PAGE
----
News & Media

Robert J. Messey Named Senior Vice President and Chief Financial Officer of Arch Coal, Inc.

November 29, 2000 at 12:54 PM EST

St. Louis - November 29, 2000 - Arch Coal, Inc. (NYSE:ACI) announced today that Robert J. Messey, 54, has been named senior vice president and chief financial officer of the corporation, effective December 1, 2000. Arch Coal is the nation's second largest coal producer.

"Bob has tremendous leadership experience in a wide range of disciplines, including corporate and public accounting, finance, treasury, and risk management," said Steven F. Leer, Arch Coal's president and chief executive officer. "He is an excellent addition to the Arch senior management team, and we look forward to working with him to position Arch for a strong and successful future."

Before joining Arch, Messey served as vice president of financial services of Jacobs Engineering Group Inc., one of the world's leading firms in engineering, architecture, construction, maintenance, operations and scientific/technical services. Messey joined Jacobs in January 1999 when it merged with Sverdrup Corporation, where he served as senior vice president and chief financial officer, with responsibilities for accounting, finance, treasury and information services. He also served as a member of the Sverdrup executive committee and board of directors, and acted as chairman of the pension and savings committees.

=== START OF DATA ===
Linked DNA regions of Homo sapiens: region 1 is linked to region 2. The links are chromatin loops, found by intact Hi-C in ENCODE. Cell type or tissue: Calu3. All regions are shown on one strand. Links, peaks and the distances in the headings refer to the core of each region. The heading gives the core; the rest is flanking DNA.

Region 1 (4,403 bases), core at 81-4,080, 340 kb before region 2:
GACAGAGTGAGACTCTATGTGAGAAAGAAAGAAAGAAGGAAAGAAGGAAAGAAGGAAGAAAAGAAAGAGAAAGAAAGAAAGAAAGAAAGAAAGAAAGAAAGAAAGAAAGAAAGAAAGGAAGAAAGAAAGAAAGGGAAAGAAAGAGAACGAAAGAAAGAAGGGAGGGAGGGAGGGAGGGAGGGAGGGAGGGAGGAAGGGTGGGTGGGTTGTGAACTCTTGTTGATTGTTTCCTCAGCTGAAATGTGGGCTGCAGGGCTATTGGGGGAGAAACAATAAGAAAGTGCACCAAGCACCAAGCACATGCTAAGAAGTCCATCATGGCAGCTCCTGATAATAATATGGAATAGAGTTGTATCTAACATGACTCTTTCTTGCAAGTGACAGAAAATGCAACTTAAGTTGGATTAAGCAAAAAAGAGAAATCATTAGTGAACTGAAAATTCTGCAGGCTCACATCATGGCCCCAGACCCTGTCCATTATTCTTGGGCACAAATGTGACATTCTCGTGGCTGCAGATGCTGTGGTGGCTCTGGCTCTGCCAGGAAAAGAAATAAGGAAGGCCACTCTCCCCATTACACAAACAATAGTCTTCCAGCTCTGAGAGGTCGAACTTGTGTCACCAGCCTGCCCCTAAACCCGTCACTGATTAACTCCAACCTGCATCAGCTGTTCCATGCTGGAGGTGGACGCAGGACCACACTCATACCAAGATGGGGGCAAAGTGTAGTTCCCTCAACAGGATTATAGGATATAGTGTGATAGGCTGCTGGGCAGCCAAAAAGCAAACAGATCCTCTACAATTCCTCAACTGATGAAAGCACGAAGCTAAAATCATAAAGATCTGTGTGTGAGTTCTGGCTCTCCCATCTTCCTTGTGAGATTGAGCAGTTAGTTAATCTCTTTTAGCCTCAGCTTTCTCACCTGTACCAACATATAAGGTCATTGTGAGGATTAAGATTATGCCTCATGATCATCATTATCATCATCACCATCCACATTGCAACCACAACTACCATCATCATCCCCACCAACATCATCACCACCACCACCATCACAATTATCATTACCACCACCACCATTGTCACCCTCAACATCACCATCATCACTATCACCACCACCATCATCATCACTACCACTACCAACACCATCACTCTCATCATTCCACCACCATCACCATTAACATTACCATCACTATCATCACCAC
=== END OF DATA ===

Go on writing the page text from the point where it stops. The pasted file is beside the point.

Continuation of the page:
Prior to joining Sverdrup, Messey served as an audit partner for 11 years with Ernst & Young in the firm's St. Louis office. He also spent three years at E&Y as regional director of personnel in Dallas. Messey earned a B.S. in business administration at Washington University in St. Louis and is a certified public accountant. He serves on the board of Baldor Electric Company in Fort Smith, Arkansas.

Arch Coal is the nation's second largest coal producer, with subsidiary operations in West Virginia, Kentucky, Virginia, Wyoming, Colorado and Utah. Through these operations, Arch Coal provides the fuel for approximately 6% of the electricity generated in the United States.